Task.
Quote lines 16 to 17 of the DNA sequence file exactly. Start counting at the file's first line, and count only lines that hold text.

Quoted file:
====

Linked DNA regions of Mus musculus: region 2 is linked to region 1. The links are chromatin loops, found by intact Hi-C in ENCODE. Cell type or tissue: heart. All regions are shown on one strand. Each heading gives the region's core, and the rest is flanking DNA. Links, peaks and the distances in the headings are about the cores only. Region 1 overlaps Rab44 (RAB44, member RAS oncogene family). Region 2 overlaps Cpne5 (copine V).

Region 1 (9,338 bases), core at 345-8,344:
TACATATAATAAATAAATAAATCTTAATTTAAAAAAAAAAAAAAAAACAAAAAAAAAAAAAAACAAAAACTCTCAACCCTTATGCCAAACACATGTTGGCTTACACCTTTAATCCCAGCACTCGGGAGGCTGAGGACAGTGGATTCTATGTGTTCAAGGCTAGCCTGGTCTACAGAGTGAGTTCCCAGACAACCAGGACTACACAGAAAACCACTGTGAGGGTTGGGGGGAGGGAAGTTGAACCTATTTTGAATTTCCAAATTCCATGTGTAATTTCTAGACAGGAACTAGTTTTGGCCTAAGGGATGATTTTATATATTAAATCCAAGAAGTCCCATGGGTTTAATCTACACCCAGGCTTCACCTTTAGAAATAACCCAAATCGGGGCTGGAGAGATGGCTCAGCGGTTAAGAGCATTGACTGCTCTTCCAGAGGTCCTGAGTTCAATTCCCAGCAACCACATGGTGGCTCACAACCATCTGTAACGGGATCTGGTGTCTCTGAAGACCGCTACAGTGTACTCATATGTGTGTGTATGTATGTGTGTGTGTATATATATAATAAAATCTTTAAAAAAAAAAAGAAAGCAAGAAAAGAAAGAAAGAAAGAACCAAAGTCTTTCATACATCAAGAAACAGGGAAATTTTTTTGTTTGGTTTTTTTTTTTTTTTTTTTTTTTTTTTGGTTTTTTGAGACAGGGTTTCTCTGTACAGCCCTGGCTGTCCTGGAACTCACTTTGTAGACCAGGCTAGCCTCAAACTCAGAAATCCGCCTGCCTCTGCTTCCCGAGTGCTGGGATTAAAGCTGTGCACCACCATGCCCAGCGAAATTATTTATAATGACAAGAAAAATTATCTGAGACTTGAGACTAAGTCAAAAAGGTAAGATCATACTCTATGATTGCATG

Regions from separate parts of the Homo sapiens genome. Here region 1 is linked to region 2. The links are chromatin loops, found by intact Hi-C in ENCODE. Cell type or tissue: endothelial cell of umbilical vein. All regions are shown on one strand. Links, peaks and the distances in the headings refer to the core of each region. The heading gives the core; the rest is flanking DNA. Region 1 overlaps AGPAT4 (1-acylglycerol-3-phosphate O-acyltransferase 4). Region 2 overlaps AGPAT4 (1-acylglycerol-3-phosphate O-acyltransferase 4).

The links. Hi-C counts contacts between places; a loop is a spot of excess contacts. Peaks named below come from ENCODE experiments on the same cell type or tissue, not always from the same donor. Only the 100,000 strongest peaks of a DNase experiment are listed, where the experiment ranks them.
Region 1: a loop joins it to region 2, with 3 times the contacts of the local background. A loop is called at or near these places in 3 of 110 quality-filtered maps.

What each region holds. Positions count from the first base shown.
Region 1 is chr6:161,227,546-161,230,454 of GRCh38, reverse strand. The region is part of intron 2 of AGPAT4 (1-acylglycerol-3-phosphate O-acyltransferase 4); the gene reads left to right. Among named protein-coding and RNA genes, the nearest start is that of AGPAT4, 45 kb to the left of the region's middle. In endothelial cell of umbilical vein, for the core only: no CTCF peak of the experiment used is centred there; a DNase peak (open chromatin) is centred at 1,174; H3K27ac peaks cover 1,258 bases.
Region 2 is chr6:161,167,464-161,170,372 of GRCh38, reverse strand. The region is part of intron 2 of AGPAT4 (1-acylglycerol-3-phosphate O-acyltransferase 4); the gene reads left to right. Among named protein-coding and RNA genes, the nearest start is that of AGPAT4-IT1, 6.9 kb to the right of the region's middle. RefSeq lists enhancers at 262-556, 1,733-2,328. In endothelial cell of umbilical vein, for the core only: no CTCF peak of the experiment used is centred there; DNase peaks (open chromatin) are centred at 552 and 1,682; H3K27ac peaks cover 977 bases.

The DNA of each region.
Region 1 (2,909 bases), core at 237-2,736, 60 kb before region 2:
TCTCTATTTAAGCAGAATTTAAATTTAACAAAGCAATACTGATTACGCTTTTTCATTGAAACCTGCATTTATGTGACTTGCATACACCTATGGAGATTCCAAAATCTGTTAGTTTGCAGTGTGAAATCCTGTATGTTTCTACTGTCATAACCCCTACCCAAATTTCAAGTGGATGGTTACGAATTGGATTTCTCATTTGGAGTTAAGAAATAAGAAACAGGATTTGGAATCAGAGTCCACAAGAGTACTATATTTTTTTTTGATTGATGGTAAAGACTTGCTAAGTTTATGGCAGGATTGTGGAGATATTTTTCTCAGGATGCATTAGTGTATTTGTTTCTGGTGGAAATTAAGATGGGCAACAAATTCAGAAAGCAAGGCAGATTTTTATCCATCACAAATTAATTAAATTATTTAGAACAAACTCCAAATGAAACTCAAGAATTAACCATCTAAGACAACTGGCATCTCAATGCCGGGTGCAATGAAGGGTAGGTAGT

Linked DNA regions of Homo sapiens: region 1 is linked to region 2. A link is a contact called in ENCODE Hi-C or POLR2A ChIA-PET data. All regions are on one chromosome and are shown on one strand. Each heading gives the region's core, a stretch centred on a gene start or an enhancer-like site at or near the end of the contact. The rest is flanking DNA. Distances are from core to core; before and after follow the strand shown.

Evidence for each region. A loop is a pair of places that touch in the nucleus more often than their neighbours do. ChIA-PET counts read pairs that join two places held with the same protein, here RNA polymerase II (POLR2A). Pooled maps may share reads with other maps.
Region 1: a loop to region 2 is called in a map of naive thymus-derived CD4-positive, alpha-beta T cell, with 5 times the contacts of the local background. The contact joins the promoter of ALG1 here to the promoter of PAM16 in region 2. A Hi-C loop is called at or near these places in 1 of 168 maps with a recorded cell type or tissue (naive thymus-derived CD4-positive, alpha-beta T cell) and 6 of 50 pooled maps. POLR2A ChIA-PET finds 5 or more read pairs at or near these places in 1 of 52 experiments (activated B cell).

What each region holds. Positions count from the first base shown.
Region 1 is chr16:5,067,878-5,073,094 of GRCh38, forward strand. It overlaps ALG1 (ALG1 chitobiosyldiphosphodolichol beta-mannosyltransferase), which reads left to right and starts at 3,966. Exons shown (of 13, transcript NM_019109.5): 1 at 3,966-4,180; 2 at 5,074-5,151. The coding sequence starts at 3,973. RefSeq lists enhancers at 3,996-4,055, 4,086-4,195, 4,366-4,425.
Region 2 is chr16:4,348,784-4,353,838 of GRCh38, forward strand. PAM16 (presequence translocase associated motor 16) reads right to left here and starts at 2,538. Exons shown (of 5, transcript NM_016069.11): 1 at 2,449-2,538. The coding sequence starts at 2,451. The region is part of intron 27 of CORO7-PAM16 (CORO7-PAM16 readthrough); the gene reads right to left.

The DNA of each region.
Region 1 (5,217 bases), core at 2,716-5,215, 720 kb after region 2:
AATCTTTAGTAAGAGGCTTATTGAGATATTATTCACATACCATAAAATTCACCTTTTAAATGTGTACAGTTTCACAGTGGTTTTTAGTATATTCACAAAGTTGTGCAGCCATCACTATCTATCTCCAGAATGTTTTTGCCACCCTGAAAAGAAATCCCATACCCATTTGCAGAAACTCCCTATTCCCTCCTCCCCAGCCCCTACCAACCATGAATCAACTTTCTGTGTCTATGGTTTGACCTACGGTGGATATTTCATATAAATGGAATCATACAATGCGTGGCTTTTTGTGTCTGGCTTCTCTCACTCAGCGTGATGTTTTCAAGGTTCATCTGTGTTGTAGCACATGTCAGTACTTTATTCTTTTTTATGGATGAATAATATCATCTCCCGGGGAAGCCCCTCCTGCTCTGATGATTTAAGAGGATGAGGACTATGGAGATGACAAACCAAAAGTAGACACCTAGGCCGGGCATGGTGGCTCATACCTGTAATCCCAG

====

What each region holds. Positions count from the first base shown.
Region 1 is chr16:5,067,878-5,073,094 of GRCh38, forward strand. It overlaps ALG1 (ALG1 chitobiosyldiphosphodolichol beta-mannosyltransferase), which reads left to right and starts at 3,966. Exons shown (of 13, transcript NM_019109.5): 1 at 3,966-4,180; 2 at 5,074-5,151. The coding sequence starts at 3,973. RefSeq lists enhancers at 3,996-4,055, 4,086-4,195, 4,366-4,425.